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Tobacco Companies Try to Win Consumers’ and Regulators’ Trust by Placing Lengthy Warnings on E-Cigarettes

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Bigger, direr health warnings are appearing on e-cigarette labels these days.

The warnings on electronic cigarettes (e-cigarettes) are getting longer and more serious compared to the warnings on packages of traditional tobacco cigarettes, The New York Times (The Times) recently pointed out. Per the U.S. Food and Drug Administration (FDA), tobacco cigarettes are only required to have short warnings. A 2009 push by federal regulators to require tobacco companies to create bigger, graphic warnings failed after a successful court challenge from several Big Tobacco companies, according to The Washington Post (The Post).

The Times said in a report cited by The Post that Big Tobacco experts believe the extensive e-cigarette warnings “are a very low-risk way for the companies to insulate themselves from future lawsuits and, even more broadly, to appear responsible, open and frank.” The companies do this, according to The Times report, to gain the confidence of consumers and regulators and earn a degree of long sought-after legitimacy. “Plus, they get to appear more responsible than the smaller e-cigarette companies that seek to unseat them,” The Times wrote.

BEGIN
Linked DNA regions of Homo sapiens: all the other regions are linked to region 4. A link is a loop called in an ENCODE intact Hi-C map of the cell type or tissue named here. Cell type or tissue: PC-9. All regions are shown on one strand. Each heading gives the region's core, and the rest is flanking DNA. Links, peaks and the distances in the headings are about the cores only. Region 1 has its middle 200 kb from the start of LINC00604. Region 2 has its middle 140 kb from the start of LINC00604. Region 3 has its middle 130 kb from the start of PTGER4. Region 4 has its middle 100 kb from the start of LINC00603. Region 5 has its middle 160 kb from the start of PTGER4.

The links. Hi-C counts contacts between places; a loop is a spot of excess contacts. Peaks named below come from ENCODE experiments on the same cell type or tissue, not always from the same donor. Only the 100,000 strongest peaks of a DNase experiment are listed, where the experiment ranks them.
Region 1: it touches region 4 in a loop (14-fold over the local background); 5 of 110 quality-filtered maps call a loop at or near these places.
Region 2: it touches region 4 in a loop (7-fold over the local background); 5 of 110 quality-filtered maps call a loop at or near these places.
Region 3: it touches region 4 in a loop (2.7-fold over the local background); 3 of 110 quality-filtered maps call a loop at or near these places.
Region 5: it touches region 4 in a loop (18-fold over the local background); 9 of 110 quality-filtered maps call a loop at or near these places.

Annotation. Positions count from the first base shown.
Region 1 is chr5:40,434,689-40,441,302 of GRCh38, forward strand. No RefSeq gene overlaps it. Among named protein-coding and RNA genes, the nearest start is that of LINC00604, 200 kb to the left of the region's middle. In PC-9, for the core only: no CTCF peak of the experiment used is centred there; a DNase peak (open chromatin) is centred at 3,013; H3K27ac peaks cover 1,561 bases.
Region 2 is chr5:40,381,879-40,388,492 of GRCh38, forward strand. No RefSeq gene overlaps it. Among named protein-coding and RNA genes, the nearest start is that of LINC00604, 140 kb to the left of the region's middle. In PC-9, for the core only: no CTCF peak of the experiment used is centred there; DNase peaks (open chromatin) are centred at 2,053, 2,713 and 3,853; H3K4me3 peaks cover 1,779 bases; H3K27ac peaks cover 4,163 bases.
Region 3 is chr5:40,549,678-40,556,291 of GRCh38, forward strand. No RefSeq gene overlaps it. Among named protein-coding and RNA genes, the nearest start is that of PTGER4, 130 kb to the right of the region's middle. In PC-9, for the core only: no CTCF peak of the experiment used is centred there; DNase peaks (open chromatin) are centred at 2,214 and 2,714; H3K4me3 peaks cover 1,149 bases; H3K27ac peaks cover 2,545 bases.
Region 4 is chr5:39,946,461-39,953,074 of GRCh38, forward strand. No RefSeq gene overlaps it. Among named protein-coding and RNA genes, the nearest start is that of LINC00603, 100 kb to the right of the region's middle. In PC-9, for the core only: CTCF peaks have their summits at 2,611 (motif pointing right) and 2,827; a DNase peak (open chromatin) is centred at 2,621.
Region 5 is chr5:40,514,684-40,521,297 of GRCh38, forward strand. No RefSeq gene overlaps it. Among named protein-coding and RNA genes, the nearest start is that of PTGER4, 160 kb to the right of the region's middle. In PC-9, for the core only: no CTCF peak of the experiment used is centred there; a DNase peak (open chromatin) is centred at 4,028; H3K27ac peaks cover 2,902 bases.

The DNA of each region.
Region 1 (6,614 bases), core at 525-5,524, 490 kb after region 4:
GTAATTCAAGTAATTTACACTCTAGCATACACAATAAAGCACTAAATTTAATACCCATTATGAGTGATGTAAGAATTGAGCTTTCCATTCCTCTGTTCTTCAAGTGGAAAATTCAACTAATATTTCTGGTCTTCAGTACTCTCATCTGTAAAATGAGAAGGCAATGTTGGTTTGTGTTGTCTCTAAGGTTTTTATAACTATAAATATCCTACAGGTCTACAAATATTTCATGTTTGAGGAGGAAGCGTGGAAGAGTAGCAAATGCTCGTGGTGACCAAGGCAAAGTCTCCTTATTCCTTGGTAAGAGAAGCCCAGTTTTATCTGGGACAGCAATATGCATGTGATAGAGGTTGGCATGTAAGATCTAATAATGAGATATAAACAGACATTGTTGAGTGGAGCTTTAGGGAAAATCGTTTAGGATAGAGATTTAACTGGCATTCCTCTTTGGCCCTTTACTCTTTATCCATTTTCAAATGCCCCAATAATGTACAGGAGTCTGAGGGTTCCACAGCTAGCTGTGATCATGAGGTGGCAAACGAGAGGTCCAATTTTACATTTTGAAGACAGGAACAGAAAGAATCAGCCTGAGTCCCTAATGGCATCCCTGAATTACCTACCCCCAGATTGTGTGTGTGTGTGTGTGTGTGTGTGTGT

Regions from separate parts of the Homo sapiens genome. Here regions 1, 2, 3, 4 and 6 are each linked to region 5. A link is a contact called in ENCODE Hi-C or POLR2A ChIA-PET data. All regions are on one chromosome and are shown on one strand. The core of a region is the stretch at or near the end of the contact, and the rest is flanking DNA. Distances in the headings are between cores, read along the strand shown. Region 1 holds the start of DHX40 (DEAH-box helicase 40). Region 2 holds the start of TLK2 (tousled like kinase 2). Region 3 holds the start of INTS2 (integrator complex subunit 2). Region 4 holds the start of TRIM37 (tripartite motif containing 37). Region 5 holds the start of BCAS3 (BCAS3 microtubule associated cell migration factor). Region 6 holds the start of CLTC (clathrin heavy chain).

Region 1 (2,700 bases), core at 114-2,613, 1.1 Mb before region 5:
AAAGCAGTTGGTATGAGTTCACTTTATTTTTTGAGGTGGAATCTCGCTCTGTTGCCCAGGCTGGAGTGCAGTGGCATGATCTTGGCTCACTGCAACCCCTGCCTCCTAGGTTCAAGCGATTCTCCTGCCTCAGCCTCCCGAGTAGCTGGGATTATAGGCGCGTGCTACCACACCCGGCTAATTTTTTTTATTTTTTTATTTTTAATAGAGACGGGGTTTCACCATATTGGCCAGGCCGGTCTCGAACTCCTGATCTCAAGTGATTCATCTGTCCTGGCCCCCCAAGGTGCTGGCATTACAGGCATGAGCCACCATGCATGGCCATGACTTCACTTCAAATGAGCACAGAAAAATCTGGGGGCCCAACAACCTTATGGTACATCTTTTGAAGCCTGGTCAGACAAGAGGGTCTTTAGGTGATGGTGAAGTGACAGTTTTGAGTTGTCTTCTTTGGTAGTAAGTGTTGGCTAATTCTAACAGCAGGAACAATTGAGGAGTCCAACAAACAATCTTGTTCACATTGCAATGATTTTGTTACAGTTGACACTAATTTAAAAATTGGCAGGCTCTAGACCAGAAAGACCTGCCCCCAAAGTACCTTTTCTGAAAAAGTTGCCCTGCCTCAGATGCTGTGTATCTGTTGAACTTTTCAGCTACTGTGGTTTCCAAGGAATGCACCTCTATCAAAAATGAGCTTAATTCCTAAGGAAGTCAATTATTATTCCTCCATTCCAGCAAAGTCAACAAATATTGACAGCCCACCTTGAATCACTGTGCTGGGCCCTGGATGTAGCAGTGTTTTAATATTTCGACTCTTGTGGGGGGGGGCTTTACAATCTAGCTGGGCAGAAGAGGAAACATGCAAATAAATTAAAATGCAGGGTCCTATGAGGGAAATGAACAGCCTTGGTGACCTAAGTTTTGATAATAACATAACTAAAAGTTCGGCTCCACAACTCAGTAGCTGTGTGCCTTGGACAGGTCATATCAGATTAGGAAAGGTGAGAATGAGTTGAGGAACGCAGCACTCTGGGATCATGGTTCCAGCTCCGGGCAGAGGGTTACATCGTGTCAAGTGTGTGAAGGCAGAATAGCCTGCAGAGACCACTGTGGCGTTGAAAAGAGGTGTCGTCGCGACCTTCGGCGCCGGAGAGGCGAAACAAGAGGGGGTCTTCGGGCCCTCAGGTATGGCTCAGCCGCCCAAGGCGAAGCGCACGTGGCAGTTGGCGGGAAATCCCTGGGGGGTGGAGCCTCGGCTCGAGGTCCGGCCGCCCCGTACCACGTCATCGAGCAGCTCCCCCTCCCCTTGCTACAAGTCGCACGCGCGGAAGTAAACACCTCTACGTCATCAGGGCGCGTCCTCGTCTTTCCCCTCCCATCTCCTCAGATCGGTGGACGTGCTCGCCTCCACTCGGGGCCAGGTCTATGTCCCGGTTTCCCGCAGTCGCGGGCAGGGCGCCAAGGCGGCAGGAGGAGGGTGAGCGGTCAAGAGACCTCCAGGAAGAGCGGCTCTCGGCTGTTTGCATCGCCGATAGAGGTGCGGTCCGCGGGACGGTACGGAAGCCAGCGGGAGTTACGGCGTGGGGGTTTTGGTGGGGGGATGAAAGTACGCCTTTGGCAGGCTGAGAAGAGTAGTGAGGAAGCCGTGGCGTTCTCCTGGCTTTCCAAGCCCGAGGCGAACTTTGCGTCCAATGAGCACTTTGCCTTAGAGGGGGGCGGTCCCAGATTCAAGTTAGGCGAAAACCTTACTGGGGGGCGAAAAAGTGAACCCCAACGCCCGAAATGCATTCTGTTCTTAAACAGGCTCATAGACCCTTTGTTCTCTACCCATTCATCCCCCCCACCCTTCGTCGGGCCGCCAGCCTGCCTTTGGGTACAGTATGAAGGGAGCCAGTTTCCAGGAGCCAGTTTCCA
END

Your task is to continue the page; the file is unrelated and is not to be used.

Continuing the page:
Big Tobacco produces many of the most popular e-cigarette brands, including Blu, which was acquired by Lorillard, then purchased by Imperial after Lorillard merged with tobacco giant R.J. Reynolds. The biggest players in the cigarette industry are competing with smaller companies, many of whom produce “vape” pens, for regular cigarette customers and future customers – those who have not even begun to smoke yet, especially teenagers and young adults, according to The Post.

E-cigarette makers want consumers to believe their products are safer than traditional cigarettes because e-cigarettes heat up nicotine-containing liquid that produces a vapor instead of regular smoke. There is, of course, very little data to back up the companies’ claims. Tobacco firms also say their products help tobacco cigarette smokers to kick the habit. According to the FDA, the full risks of e-cigarettes have not been determined. The results of a French study released in April 2013 found that e-cigarettes contain a significant amount of carcinogenic molecules. In three of the models, the levels of formaldehyde and were found to be almost identical to what is found in a traditional cigarette. Acrolein, an extremely toxic molecule, was also found in the vapors.

Columbia University Medical Center researchers released the results of a study earlier this month that found that e-cigarettes may serve as a “gateway drug” for teenagers and increase the risk for substance abuse. Teenagers that used e-cigarettes were found to be more likely to try other drugs, including marijuana and cocaine, scientists said. disclaimer: This article: Tobacco Companies Try to Win Consumers’ and Regulators’ Trust by Placing Lengthy Warnings on E-Cigarettes was posted on Wednesday, October 1st, 2014 at 2:41 pm at and is filed under Misleading Information Lawsuits, Product Liability Lawsuits.

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